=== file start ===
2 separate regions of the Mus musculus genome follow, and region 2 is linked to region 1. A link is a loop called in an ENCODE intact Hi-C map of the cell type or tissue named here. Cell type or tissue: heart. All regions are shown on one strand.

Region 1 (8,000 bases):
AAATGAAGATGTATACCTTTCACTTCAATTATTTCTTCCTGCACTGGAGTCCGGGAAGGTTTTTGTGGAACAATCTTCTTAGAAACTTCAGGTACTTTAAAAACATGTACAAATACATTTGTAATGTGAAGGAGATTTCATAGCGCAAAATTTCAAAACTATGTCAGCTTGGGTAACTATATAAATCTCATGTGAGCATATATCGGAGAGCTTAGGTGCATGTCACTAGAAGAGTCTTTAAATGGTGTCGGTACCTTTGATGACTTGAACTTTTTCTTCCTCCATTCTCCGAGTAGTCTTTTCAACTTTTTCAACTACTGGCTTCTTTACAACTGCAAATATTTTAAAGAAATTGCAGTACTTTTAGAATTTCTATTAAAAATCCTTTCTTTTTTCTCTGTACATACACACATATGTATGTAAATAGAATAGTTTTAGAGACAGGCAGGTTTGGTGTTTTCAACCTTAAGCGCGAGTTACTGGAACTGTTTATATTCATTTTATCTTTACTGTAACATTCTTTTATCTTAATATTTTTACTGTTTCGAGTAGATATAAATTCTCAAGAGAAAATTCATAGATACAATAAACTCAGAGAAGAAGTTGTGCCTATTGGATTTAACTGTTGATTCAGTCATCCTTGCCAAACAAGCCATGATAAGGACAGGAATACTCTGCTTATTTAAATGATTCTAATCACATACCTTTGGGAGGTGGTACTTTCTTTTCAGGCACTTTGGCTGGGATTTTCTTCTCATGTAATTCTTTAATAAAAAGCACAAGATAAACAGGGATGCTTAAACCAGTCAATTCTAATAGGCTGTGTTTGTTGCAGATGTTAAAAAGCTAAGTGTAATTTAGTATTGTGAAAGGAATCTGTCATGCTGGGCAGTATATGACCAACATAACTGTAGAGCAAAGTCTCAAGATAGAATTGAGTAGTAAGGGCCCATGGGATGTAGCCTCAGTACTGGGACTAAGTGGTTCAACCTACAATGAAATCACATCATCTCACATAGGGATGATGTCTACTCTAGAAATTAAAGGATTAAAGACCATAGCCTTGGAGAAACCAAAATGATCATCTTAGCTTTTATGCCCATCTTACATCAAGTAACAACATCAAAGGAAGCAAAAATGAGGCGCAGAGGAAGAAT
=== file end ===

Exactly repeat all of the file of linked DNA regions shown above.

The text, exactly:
2 separate regions of the Mus musculus genome follow, and region 2 is linked to region 1. A link is a loop called in an ENCODE intact Hi-C map of the cell type or tissue named here. Cell type or tissue: heart. All regions are shown on one strand.

Region 1 (8,000 bases):
AAATGAAGATGTATACCTTTCACTTCAATTATTTCTTCCTGCACTGGAGTCCGGGAAGGTTTTTGTGGAACAATCTTCTTAGAAACTTCAGGTACTTTAAAAACATGTACAAATACATTTGTAATGTGAAGGAGATTTCATAGCGCAAAATTTCAAAACTATGTCAGCTTGGGTAACTATATAAATCTCATGTGAGCATATATCGGAGAGCTTAGGTGCATGTCACTAGAAGAGTCTTTAAATGGTGTCGGTACCTTTGATGACTTGAACTTTTTCTTCCTCCATTCTCCGAGTAGTCTTTTCAACTTTTTCAACTACTGGCTTCTTTACAACTGCAAATATTTTAAAGAAATTGCAGTACTTTTAGAATTTCTATTAAAAATCCTTTCTTTTTTCTCTGTACATACACACATATGTATGTAAATAGAATAGTTTTAGAGACAGGCAGGTTTGGTGTTTTCAACCTTAAGCGCGAGTTACTGGAACTGTTTATATTCATTTTATCTTTACTGTAACATTCTTTTATCTTAATATTTTTACTGTTTCGAGTAGATATAAATTCTCAAGAGAAAATTCATAGATACAATAAACTCAGAGAAGAAGTTGTGCCTATTGGATTTAACTGTTGATTCAGTCATCCTTGCCAAACAAGCCATGATAAGGACAGGAATACTCTGCTTATTTAAATGATTCTAATCACATACCTTTGGGAGGTGGTACTTTCTTTTCAGGCACTTTGGCTGGGATTTTCTTCTCATGTAATTCTTTAATAAAAAGCACAAGATAAACAGGGATGCTTAAACCAGTCAATTCTAATAGGCTGTGTTTGTTGCAGATGTTAAAAAGCTAAGTGTAATTTAGTATTGTGAAAGGAATCTGTCATGCTGGGCAGTATATGACCAACATAACTGTAGAGCAAAGTCTCAAGATAGAATTGAGTAGTAAGGGCCCATGGGATGTAGCCTCAGTACTGGGACTAAGTGGTTCAACCTACAATGAAATCACATCATCTCACATAGGGATGATGTCTACTCTAGAAATTAAAGGATTAAAGACCATAGCCTTGGAGAAACCAAAATGATCATCTTAGCTTTTATGCCCATCTTACATCAAGTAACAACATCAAAGGAAGCAAAAATGAGGCGCAGAGGAAGAAT